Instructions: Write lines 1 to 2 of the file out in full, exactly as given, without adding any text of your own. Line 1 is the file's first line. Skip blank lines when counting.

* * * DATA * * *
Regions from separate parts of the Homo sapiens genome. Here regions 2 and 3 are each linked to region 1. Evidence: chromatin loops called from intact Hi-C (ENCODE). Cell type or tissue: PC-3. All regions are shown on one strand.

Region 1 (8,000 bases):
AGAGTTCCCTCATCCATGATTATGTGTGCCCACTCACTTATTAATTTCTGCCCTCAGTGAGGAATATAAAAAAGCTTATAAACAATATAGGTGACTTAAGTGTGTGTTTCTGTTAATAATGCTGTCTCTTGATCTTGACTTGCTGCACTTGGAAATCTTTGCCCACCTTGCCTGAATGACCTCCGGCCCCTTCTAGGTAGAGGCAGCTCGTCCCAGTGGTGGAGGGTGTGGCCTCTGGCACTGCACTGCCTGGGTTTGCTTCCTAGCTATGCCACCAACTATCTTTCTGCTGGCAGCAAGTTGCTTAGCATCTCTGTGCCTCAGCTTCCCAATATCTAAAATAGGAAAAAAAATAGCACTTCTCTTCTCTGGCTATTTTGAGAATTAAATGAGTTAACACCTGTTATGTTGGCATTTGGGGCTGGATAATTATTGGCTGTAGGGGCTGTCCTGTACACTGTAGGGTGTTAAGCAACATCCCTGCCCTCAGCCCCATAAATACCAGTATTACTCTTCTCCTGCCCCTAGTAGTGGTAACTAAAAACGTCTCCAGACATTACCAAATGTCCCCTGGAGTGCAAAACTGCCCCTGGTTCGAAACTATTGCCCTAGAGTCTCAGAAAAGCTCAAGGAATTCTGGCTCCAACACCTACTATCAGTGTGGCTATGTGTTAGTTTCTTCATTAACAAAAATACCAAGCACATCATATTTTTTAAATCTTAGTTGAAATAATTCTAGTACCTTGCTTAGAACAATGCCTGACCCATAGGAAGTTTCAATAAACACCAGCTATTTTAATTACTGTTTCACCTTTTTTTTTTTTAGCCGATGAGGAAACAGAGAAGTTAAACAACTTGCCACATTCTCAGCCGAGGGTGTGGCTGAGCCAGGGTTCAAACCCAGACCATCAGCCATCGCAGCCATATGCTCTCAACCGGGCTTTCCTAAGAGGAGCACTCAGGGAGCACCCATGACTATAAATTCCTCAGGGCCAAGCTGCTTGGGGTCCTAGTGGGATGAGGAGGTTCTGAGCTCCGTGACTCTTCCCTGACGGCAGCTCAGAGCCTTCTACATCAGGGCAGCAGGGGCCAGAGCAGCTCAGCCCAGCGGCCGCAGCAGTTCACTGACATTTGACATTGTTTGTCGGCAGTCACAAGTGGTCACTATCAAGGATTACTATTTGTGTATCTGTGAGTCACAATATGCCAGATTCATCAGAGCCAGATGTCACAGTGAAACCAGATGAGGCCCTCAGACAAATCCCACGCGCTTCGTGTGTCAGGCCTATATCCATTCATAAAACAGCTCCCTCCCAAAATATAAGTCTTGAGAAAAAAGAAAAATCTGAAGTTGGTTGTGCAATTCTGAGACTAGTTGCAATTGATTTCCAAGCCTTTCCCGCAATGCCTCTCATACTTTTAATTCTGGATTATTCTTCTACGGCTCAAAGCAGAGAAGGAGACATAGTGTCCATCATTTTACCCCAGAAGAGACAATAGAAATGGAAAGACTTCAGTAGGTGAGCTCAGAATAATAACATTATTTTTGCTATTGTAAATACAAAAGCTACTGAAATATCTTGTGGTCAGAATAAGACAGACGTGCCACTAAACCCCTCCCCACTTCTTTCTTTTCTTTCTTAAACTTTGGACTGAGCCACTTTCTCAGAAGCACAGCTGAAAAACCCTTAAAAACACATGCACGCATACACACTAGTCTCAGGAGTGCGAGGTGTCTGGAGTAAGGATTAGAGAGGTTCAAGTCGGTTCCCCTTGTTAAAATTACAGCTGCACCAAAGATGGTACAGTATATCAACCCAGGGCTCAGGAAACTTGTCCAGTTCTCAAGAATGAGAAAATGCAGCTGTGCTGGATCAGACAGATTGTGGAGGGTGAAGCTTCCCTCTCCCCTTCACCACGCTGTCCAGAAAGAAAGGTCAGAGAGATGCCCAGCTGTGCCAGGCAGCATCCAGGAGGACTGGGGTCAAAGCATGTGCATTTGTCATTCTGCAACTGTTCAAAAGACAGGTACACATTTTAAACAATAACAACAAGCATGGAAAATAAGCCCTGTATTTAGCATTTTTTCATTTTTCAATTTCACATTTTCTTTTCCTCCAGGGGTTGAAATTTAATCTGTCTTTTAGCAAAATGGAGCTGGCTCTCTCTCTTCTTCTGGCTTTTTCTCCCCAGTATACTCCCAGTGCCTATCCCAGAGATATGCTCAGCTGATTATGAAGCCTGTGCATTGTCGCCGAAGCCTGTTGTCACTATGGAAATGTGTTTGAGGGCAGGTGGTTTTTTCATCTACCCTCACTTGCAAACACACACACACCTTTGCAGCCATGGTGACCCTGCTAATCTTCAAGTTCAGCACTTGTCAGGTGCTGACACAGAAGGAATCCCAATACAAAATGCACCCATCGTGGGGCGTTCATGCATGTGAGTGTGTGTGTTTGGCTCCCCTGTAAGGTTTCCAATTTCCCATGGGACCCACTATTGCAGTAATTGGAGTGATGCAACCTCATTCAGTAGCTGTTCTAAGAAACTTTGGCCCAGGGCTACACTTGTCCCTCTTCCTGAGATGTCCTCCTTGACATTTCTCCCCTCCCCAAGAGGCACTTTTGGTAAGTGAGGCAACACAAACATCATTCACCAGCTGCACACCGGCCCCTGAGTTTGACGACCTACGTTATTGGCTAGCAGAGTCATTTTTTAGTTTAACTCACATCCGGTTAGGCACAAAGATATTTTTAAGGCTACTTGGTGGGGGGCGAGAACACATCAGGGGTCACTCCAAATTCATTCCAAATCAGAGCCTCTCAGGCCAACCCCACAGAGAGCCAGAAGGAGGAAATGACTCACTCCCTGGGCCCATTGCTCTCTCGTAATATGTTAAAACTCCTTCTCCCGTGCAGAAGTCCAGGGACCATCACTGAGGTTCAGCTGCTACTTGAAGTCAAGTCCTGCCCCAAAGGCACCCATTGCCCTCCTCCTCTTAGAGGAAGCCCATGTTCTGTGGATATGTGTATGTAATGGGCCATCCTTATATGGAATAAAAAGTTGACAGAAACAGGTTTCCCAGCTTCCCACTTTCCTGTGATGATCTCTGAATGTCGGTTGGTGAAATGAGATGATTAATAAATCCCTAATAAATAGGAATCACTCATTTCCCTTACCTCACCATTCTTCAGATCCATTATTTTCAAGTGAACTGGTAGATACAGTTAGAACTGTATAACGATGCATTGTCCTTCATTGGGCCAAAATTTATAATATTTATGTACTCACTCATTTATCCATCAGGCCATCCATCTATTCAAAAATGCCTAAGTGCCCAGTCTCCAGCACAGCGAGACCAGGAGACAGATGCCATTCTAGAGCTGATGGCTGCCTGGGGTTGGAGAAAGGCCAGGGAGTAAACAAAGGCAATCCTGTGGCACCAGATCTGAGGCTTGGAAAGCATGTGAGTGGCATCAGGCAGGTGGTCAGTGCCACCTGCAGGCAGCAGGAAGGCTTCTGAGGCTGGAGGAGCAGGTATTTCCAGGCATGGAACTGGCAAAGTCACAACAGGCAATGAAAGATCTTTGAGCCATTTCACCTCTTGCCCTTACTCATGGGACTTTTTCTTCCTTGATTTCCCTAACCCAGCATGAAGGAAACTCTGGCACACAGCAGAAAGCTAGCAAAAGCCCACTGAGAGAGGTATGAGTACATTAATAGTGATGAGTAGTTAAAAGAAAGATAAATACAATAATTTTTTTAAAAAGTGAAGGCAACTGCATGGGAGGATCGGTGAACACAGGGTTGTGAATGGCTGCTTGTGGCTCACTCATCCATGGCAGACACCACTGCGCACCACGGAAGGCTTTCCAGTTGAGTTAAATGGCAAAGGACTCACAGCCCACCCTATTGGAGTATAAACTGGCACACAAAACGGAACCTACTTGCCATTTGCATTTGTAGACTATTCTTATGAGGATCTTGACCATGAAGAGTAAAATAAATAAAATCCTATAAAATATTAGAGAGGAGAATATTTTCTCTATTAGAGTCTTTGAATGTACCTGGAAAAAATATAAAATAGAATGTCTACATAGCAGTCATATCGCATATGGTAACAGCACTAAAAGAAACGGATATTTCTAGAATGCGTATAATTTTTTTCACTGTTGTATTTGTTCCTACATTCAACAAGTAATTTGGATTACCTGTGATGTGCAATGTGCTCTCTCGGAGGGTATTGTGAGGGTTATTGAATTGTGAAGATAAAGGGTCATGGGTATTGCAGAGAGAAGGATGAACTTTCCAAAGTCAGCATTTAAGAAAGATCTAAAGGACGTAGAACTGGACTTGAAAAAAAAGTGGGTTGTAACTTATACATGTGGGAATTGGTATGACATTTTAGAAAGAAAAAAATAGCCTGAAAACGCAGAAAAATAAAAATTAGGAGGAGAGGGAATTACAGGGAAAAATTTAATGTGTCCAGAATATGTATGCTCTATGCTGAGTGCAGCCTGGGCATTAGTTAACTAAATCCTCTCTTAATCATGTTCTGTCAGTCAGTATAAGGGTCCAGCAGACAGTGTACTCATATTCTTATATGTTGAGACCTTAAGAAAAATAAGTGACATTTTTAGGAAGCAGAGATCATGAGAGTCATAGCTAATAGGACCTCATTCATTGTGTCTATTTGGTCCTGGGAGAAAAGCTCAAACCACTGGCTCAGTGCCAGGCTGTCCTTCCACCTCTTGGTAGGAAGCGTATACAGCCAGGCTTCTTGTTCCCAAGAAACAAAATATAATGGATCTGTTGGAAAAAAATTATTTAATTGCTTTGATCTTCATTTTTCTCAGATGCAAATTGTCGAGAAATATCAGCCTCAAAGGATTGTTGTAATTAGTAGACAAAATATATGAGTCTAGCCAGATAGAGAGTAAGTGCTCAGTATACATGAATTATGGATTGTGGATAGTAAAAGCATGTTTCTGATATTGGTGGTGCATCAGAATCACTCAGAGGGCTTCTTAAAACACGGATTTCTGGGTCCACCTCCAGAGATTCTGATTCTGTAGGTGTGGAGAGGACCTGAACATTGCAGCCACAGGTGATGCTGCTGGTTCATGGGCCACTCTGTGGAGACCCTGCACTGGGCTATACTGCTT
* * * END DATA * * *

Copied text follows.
Regions from separate parts of the Homo sapiens genome. Here regions 2 and 3 are each linked to region 1. Evidence: chromatin loops called from intact Hi-C (ENCODE). Cell type or tissue: PC-3. All regions are shown on one strand.

Region 1 (8,000 bases):